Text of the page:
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The Turn of the Screw, originally published in 1898, is a ghost story novella written by Henry James. Due to its ambiguous content, it became a favourite text of academics who subscribe to New Criticism. The novella has had differing interpretations, often mutually exclusive. Many critics have tried to determine the exact nature of the evil hinted at by the story. However, others have argued that the true brilliance of the novella comes with its ability to create an intimate confusion and suspense for the reader. The governess of two enigmatic children fears their souls are in danger from the ghosts of the previous governess and her sinister lover.

Daisy Miller And The Turn Of The Screw

Author: Henry James
Publisher: Penguin UK
ISBN: 0141974702
Size: 32.91 MB
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"I'm a fearful, frightful flirt! Did you ever hear of a nice girl that was not?" This edition contains two of Henry James's most popular short works. Travelling in Europe with her family, Daisy Miller, an exquisitely beautiful young American woman, presents her fellow-countryman Winterbourne with a dilemma he cannot resolve. Is she deliberately flouting social convention in the outspoken way she talks and acts, or is she simply ignorant of those conventions? In Daisy Miller Henry James created his first great portrait of the enigmatic and dangerously independent American woman, a figure who would come to dominate his later masterpieces. Oscar Wilde called James's chilling The Turn of the Screw 'a most wonderful, lurid poisonous little tale'. It tells of a young governess sent to a country house to take charge of two orphans, Miles and Flora. Unsettled by a sense of intense evil within the houses, she soon becomes obsessed with the belief that malevolent forces are stalking the children in her care. The Penguin English Library - 100 editions of the best fiction in English, from the eighteenth century and the very first novels to the beginning of the First World War.

Miles And Flora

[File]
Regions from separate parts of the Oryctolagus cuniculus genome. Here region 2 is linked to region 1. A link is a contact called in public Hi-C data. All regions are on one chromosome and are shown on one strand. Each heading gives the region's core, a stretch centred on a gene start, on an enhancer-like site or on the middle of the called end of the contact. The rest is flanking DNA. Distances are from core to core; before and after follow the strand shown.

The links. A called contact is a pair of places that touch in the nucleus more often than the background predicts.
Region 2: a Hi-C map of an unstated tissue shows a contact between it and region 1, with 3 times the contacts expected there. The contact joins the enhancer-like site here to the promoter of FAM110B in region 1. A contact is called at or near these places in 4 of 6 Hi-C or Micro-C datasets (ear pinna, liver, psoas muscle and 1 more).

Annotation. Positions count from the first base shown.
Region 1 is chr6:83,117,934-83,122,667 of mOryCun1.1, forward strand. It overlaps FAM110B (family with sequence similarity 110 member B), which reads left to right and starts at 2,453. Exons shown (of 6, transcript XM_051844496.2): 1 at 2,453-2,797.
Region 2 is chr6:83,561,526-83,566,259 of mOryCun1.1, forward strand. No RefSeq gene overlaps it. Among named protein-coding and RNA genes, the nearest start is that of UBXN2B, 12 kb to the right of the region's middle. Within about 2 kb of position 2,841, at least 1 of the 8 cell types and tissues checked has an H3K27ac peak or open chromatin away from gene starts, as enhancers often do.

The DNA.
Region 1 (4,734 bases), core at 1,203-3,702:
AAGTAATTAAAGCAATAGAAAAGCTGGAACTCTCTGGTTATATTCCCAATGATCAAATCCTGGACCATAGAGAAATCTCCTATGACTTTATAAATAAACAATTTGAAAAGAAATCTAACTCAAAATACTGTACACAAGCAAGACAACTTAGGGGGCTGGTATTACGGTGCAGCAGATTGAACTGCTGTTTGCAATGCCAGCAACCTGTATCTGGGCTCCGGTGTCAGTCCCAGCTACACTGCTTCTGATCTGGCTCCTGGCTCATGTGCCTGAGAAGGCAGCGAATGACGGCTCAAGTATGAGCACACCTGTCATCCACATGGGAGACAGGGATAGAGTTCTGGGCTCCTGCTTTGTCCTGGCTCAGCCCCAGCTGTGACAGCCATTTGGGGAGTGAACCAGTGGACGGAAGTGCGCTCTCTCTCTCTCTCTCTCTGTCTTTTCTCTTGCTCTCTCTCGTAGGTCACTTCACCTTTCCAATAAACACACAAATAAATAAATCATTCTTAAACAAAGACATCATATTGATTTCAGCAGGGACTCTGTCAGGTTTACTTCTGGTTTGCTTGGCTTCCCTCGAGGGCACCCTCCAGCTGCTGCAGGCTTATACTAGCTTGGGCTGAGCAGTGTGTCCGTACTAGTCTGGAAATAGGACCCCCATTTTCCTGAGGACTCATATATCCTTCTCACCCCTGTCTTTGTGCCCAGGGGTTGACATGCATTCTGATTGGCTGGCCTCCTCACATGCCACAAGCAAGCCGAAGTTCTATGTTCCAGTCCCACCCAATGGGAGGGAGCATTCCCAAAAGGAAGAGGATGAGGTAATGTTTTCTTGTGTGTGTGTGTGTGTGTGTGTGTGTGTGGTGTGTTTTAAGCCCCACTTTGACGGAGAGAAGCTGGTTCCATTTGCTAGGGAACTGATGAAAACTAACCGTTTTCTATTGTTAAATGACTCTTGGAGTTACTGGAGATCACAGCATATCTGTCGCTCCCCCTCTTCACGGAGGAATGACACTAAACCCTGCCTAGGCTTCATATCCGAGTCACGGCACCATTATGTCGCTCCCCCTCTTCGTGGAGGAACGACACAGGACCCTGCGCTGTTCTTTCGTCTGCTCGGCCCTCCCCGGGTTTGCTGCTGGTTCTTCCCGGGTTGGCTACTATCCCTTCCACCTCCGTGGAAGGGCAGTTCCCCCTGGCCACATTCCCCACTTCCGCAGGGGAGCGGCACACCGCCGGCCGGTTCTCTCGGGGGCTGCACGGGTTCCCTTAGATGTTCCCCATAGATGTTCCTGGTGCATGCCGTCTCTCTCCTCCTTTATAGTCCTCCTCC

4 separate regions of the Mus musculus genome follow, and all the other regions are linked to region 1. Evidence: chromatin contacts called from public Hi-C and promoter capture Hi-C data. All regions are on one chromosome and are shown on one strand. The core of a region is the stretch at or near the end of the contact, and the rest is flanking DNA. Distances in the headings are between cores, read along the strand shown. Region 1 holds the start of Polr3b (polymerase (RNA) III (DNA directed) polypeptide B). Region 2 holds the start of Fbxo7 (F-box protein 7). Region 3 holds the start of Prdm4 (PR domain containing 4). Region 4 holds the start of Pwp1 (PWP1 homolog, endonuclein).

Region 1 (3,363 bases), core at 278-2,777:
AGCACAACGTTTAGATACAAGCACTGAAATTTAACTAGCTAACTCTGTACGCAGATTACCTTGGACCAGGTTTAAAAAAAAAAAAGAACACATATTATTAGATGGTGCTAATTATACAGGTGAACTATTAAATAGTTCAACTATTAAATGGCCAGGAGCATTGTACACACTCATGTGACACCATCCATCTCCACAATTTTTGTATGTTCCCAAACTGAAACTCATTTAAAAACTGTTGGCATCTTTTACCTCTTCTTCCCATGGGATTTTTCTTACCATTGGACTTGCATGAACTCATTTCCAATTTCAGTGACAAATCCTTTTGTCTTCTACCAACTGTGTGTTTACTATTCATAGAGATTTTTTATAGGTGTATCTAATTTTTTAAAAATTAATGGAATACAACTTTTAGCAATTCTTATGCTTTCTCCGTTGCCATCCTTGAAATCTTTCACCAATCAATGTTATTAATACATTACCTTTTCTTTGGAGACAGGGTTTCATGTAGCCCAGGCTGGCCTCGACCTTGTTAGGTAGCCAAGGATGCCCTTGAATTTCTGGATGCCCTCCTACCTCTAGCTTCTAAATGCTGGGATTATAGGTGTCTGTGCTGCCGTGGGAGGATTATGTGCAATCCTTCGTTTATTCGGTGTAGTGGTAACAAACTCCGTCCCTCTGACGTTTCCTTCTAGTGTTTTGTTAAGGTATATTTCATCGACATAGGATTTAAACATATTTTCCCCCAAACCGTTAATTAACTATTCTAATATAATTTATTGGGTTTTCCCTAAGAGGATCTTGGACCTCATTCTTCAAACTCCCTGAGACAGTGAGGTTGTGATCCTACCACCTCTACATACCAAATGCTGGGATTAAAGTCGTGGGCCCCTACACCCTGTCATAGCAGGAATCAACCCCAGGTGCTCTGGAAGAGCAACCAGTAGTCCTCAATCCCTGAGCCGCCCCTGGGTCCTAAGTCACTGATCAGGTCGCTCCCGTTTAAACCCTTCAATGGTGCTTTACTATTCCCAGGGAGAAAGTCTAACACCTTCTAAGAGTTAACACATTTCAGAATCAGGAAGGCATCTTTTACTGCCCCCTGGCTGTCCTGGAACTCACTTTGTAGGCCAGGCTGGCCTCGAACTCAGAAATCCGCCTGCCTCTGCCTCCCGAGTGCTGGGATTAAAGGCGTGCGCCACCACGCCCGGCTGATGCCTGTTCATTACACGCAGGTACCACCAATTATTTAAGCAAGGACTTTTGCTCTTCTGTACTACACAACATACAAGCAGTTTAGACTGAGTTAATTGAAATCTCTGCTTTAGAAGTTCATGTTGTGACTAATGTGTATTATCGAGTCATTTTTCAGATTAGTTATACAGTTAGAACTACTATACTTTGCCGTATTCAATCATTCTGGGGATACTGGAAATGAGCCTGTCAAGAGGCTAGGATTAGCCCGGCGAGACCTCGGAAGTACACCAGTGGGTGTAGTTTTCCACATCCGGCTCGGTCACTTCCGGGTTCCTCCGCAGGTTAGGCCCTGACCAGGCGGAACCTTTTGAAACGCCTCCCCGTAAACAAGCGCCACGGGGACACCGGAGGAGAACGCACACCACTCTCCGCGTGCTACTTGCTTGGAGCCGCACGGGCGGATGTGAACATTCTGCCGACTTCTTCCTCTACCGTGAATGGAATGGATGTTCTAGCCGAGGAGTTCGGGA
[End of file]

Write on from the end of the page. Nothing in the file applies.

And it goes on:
Author: Hilary Bailey
Publisher: A&C Black
ISBN: 1448209498
Size: 38.61 MB
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In this sequel to Henry James' The Turn of the Screw, as Flora prepares herself for a ball held by the parents of her fiancé, she's startled to see in the mirror a young man standing behind her. She is alarmed to learn that no one else had seen the man, and after several more sightings, she realizes that it is the ghost of her dead brother, Miles.

An Anatomy Of The Turn Of The Screw

Author: Thomas Mabry Cranfill
Publisher: University of Texas Press
ISBN: 0292766157
Size: 27.89 MB
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The ambiguous intent of Henry James’s horror story The Turn of the Screw has fascinated and divided its readers since its publication in 1898. The division arises between the apparitionists and the nonapparitionists in interpretation of the plot and the characters. Thomas Mabry Cranfill and Robert Lanier Clark, Jr., have here taken up the argument and made an interpretation of their own. The authors carefully considered the mountainous critical comment, studied James’s statements regarding his intent, and minutely scrutinized the story itself. After all this probing of opinions and following of clues and observing of human beings in action, they have come out strongly on the side of the nonapparitionists. The authors base their conclusion on analyses of character, centrally that of the governess, whom they consider the protagonist of the fearsome drama, but peripherally those of Mrs. Grose, the children, the uncle in Harley Street, and even the deceased Miss Jessel and Peter Quint. Relentlessly they relate every episode, action, and speech to the character of the governess and her relationships with those around her at Bly, picturing her as a psychological “case” whose abnormal mental state brings to those around her the inescapable misery they all suffer. The authors’ analysis unfolds as interestingly in terms of character and motive as if the reader did not already know what happens in James’s much-read story. It moves, moreover, with something of the same suspense as James’s horror tale, although the tension is intellectual rather than emotional. Each additional disclosure of evidence, the resolution of each situation, and the clarification of every puzzling ambiguity builds the analysis step-by-inevitable-step to its inescapable conclusion. The style of the analysis is graceful, urbane, and witty. The introduction gives an excellent appraisal of literary comment on James’s story and an illuminating summary of the literary “war” over the meaning of it; the bibliography provides an impressive list of books and articles on this subject, annotated to indicate in what particular ways each makes a contribution to the controversy.